Enough pent-up demand for vehicles exists to offset any potential customers whom dealerships would lose with rising interest rates, some industry experts say.
"There is a terrific amount of demand still in the system," Ally CFO Jennifer LaClair said on an earnings call last month.
The lender estimated 4 million to 5 million potential buyers were stuck on the sidelines because "they cannot find a vehicle to purchase."
Ally dealer financial services President Doug Timmerman told Automotive News on April 15 the "huge" demand was more than enough to counterbalance the hypothetical 10 percent of buyers leaving the market. For this reason, Ally was "very bullish," he said.
Timmerman's assessment came about three weeks before the Federal Reserve on May 4 increased the federal funds rate 0.5 percentage point to between 0.75 percent and 1 percent. The Fed's rate increases and decreases can trickle down to influence consumer interest rates.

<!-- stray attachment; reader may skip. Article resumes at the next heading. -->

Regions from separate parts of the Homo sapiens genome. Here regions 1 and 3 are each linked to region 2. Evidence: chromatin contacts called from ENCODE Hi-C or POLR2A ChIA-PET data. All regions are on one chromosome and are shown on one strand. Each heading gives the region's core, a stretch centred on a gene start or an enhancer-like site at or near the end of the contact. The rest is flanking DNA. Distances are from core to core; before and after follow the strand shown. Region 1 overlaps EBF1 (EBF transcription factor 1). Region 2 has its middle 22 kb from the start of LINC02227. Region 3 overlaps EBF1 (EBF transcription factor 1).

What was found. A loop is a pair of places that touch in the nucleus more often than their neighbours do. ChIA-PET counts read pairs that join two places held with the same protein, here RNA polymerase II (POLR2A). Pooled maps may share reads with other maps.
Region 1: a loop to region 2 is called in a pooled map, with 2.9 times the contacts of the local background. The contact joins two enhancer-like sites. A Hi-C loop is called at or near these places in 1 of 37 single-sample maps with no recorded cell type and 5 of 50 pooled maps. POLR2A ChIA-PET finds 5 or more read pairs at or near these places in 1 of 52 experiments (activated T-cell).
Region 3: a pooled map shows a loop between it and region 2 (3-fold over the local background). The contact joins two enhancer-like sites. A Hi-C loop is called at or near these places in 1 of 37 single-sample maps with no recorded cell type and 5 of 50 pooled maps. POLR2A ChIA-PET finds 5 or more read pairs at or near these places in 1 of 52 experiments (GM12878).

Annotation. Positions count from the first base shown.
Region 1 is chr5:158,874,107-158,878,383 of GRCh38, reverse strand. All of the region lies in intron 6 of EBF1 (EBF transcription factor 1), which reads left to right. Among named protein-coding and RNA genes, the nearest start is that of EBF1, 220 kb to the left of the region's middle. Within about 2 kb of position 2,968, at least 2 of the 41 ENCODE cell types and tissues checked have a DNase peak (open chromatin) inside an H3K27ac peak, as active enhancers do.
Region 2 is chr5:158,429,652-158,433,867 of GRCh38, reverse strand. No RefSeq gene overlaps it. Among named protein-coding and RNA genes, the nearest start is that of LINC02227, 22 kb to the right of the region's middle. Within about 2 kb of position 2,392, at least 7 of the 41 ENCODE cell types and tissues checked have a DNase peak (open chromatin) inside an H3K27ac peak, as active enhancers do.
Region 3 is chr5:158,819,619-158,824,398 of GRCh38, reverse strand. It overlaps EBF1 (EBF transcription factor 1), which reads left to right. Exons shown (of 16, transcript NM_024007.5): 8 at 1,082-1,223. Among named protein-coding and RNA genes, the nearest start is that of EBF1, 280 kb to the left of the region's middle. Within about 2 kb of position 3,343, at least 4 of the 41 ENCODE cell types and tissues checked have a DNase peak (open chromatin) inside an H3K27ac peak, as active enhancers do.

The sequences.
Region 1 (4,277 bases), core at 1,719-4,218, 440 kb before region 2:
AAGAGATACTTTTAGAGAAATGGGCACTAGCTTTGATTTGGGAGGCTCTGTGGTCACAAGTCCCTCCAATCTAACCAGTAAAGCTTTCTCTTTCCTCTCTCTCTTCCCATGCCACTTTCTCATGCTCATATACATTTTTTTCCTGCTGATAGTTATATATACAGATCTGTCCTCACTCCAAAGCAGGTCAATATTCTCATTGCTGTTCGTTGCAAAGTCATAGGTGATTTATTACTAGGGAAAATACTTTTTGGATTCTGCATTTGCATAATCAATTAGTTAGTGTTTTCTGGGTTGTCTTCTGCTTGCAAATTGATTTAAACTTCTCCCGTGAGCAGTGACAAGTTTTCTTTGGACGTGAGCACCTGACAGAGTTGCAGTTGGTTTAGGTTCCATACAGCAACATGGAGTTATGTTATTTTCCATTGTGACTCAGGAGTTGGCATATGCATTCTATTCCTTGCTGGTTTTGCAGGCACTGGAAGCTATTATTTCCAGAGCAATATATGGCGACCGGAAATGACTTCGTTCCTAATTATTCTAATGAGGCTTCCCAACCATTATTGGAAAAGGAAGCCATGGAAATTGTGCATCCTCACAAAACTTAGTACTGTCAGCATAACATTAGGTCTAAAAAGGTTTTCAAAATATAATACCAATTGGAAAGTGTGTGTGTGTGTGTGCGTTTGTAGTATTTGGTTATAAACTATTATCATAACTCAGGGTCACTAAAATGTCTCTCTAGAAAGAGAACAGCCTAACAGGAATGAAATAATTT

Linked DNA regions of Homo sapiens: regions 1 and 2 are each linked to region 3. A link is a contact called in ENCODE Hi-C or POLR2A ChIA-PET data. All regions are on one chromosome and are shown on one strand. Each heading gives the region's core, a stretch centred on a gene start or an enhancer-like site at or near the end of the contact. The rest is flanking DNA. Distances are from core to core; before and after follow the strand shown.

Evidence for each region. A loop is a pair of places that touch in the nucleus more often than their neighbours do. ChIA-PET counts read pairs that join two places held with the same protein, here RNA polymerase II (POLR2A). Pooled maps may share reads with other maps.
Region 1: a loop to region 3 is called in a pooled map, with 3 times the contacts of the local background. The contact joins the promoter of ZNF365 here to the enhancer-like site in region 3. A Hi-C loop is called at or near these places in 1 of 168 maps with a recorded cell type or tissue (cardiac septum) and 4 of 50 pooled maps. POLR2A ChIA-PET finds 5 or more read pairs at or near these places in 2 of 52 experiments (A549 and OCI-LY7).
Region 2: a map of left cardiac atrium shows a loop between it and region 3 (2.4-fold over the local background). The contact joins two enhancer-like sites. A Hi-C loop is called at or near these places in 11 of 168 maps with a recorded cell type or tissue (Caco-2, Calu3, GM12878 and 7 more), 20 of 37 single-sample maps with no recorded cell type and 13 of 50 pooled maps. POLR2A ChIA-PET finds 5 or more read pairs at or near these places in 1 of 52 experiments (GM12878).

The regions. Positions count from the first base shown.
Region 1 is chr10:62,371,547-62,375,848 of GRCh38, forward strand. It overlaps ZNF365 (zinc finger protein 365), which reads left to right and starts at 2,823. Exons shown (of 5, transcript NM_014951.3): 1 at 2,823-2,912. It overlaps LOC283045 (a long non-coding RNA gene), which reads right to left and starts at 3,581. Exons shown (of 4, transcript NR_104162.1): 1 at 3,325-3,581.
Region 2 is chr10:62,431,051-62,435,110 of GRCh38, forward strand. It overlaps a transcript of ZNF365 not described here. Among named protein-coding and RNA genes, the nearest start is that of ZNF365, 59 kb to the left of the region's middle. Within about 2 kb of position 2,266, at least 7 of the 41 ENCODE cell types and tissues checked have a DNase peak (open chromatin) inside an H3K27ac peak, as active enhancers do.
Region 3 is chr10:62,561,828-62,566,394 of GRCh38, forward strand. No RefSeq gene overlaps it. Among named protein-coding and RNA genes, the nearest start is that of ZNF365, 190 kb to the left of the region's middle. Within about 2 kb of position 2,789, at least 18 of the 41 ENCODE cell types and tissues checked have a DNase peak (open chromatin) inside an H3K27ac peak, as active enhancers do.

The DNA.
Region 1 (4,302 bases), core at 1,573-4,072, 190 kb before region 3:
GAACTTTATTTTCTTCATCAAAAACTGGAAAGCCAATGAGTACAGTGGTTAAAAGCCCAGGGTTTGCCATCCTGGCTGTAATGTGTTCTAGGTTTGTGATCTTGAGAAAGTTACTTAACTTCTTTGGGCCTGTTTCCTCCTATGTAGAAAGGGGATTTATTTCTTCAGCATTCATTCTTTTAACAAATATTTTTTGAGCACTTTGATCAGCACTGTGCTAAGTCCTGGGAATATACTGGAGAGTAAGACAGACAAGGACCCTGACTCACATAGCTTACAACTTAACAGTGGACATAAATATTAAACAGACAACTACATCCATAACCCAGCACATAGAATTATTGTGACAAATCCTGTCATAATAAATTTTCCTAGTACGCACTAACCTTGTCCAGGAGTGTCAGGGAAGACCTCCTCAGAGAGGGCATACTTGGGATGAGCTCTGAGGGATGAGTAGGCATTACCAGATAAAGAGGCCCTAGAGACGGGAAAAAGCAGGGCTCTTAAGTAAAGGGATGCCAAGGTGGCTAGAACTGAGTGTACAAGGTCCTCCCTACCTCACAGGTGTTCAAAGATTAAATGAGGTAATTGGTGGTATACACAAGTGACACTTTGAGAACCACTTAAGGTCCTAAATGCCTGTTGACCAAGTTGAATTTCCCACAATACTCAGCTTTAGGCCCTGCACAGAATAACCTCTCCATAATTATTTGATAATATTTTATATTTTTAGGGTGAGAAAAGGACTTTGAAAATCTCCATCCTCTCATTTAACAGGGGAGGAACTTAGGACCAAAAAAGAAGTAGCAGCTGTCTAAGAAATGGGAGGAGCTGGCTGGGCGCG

However, Ally had anticipated Fed rate increases this year. In April, the lender told investors its performance estimates in 2022 and beyond assume a federal funds rate reaching between 2.5 and 3 percent.
Timmerman said last month that conversations with dealers demonstrated confidence in consumer demand, even in an environment of rising interest rates.
"It's a different time," he said.
Interest rate increases would affect demand, he said. But not enough to matter.
"Pent-up demand is so large that there's going to be a consumer interested in every vehicle that will be available," Timmerman said.